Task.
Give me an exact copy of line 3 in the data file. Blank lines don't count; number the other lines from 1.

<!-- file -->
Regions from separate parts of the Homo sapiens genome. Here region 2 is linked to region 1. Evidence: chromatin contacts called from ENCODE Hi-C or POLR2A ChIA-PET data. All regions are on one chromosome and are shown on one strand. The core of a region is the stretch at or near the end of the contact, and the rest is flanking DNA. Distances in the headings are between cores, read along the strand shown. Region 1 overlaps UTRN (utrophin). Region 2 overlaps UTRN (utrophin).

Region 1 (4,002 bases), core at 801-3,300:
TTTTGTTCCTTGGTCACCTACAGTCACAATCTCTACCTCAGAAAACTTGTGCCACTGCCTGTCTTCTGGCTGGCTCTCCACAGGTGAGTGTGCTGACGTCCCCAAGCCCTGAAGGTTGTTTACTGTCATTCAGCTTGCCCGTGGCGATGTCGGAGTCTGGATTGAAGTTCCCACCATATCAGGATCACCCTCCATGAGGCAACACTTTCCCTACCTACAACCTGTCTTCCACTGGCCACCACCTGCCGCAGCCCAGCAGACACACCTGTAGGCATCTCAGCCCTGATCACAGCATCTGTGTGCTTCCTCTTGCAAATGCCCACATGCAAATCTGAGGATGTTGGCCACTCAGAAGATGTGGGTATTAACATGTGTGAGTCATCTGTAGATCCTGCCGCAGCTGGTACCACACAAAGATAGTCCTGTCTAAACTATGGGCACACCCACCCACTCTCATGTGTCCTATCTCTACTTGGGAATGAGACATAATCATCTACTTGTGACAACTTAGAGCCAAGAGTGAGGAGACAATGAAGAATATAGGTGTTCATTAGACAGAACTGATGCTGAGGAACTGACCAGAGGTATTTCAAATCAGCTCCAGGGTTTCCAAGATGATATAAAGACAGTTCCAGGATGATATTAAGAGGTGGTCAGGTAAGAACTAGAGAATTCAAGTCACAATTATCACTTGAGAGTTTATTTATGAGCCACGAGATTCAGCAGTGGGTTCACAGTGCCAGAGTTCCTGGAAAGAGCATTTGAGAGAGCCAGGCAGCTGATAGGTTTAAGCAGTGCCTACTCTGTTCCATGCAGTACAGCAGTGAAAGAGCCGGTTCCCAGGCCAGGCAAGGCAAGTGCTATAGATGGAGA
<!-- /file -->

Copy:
TTTTGTTCCTTGGTCACCTACAGTCACAATCTCTACCTCAGAAAACTTGTGCCACTGCCTGTCTTCTGGCTGGCTCTCCACAGGTGAGTGTGCTGACGTCCCCAAGCCCTGAAGGTTGTTTACTGTCATTCAGCTTGCCCGTGGCGATGTCGGAGTCTGGATTGAAGTTCCCACCATATCAGGATCACCCTCCATGAGGCAACACTTTCCCTACCTACAACCTGTCTTCCACTGGCCACCACCTGCCGCAGCCCAGCAGACACACCTGTAGGCATCTCAGCCCTGATCACAGCATCTGTGTGCTTCCTCTTGCAAATGCCCACATGCAAATCTGAGGATGTTGGCCACTCAGAAGATGTGGGTATTAACATGTGTGAGTCATCTGTAGATCCTGCCGCAGCTGGTACCACACAAAGATAGTCCTGTCTAAACTATGGGCACACCCACCCACTCTCATGTGTCCTATCTCTACTTGGGAATGAGACATAATCATCTACTTGTGACAACTTAGAGCCAAGAGTGAGGAGACAATGAAGAATATAGGTGTTCATTAGACAGAACTGATGCTGAGGAACTGACCAGAGGTATTTCAAATCAGCTCCAGGGTTTCCAAGATGATATAAAGACAGTTCCAGGATGATATTAAGAGGTGGTCAGGTAAGAACTAGAGAATTCAAGTCACAATTATCACTTGAGAGTTTATTTATGAGCCACGAGATTCAGCAGTGGGTTCACAGTGCCAGAGTTCCTGGAAAGAGCATTTGAGAGAGCCAGGCAGCTGATAGGTTTAAGCAGTGCCTACTCTGTTCCATGCAGTACAGCAGTGAAAGAGCCGGTTCCCAGGCCAGGCAAGGCAAGTGCTATAGATGGAGA